My assumption is that any body in the solar system would have it's own specific geo-synchronous orbit height. But when I took a look at Phobos and calculated the GEO height based on the simple formula for synchronous orbits I got a height that was way above it's L1/L2 points:

GEO = 12.65km (above the surface) using the following values
ME (mass) = 1.07E+16
T-Rot (rotation period) = 27,552 seconds
R (radius) = 11.26 km


L1/L2 = 3.1km (Mars/Phobos)

Since Phobos is tidally locked to Mars I assumed that its rotation period would be equal to a single orbit around Mars (7 h 39.2 min), but perhaps this is flawed?

Is it possible to place an object into a stationary orbit around a small mass like Phobos? Does being tidally locked to Mars cancel out it's rotational force? Or perhaps it's possible to have an L1 point below the GEO height, which would be really cool. Since Phobos is already really cool being subsynchronous to Mars...

  • 1
    Great first question! – pericynthion Apr 21 '17 at 23:26

No, or at least there isn't a useful synchronous orbital height.

As you pointed out in your question, the mean radius of Phobos is 11.26 km, but if you look closer the sphere of influence of Phobos is only 7.6 km (from here). That means that anything in the neighborhood of Phobos is acted on more strongly by the gravity of Mars than of Phobos, so orbiting Phobos directly doesn't really work (because you're really just orbiting Mars).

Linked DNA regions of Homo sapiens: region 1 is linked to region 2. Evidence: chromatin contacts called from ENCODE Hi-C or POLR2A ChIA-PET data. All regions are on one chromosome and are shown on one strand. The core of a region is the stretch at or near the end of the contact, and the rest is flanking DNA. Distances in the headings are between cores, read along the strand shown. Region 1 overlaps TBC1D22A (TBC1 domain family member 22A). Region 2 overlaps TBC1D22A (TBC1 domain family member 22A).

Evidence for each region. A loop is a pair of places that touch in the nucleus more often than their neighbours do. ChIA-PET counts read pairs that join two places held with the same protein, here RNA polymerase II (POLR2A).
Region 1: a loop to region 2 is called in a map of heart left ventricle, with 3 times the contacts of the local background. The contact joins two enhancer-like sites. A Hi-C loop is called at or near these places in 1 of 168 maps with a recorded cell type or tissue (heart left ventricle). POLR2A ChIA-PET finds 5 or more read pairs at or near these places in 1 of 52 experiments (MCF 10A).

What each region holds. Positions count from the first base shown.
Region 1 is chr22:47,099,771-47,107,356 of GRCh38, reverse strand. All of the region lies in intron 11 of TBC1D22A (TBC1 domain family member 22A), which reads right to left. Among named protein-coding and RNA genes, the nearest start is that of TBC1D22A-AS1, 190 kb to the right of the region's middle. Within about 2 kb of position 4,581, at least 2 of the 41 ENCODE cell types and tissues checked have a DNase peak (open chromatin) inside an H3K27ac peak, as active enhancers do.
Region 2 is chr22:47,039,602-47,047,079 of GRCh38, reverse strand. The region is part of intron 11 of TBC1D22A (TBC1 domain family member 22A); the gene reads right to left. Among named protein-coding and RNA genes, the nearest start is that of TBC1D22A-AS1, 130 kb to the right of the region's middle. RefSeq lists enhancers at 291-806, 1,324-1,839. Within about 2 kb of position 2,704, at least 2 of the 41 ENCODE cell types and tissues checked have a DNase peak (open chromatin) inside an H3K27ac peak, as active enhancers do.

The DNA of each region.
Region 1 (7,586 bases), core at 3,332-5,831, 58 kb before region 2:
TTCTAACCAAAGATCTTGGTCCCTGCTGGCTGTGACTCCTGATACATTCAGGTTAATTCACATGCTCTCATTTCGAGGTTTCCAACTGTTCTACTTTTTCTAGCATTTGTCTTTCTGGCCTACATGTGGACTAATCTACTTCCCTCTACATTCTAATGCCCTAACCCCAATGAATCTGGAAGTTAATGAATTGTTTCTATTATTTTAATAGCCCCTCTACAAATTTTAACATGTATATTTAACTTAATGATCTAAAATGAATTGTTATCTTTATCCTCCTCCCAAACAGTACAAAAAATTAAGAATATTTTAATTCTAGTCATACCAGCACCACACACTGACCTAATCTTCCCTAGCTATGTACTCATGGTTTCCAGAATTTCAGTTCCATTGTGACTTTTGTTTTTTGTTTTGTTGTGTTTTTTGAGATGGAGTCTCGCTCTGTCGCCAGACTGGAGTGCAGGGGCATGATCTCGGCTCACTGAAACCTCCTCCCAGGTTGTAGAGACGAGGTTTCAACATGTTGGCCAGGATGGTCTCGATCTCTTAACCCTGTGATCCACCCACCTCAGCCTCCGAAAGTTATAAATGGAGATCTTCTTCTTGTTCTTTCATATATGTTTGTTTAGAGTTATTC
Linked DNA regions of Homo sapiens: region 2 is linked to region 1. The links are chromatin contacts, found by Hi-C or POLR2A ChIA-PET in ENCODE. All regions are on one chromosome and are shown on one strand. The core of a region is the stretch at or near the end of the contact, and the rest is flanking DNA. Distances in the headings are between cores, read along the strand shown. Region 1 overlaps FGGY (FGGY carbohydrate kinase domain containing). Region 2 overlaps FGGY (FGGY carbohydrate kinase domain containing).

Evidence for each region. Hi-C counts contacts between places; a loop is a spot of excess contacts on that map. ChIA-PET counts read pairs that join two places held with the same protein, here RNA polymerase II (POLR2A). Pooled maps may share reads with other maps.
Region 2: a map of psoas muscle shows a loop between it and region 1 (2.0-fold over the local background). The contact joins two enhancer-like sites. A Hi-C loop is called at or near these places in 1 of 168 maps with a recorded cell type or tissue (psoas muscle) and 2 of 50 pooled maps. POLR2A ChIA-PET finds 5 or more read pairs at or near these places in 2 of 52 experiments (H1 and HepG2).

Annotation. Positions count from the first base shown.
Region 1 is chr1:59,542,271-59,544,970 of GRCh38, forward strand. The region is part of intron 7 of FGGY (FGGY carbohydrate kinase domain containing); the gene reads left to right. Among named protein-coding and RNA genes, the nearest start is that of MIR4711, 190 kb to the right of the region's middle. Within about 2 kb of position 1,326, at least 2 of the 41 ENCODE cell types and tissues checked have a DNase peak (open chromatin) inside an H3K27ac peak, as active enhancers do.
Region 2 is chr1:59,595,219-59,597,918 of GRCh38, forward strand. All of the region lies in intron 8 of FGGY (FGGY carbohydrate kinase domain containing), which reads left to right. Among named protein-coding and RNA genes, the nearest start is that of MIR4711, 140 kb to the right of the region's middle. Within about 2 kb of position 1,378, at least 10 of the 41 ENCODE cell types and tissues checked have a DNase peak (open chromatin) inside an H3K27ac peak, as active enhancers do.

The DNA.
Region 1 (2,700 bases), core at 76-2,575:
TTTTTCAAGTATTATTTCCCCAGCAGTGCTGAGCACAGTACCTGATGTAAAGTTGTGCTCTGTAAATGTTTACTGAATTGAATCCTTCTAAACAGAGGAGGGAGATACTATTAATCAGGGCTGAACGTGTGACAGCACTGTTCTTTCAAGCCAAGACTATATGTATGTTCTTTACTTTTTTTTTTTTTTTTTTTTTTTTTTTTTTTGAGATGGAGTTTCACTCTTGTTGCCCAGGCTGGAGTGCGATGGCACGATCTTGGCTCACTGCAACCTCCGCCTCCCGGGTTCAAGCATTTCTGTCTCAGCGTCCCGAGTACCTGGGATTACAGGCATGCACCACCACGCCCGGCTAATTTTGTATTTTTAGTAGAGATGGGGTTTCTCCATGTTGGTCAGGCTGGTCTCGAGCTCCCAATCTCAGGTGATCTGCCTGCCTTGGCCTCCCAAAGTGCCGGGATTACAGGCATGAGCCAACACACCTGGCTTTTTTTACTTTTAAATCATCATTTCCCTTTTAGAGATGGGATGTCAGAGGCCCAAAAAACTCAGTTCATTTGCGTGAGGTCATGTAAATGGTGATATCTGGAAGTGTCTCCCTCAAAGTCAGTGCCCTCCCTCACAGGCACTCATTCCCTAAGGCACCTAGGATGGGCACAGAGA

That doesn't mean there aren't synchronous orbits available: the Mars-Phobos Lagrange points are fixed relative to Phobos (because Phobos is tidally locked: one orbit around Mars = one rotation).

By definition, the only stationary points in a two-body system are the Langrangian points This applies as Phobos is tidally locked to Mars, and thus the two periods are equivalent. Even L3, L4 and L5 are by definition stationary points even if not close to Phobos.

However that is only the stationary orbits, many more orbits are going to be synchronous orbits.

Lissajous orbits around L1, L2 and L3 are also synchronous, and even if they are numerically improbable to be periodic to an exact degree, that is entirely possible.

More interestingly perhaps are the various Tadpole and Horseshoe orbits connecting L4 and L5 as any such orbit is guaranteed to be synchronous due to its hillbert potential.

A third consideration is that the extremely small mass of Phobos compared with Mars is that any orbit with the same orbital period as Phobos can be considerd a deformed lissajous curve only loosely interacting with Lagrange points. This allows for an infinite family of orbits with two degrees of freedom (eccentricity and inclination) with synchronous orbits of various amplitude.

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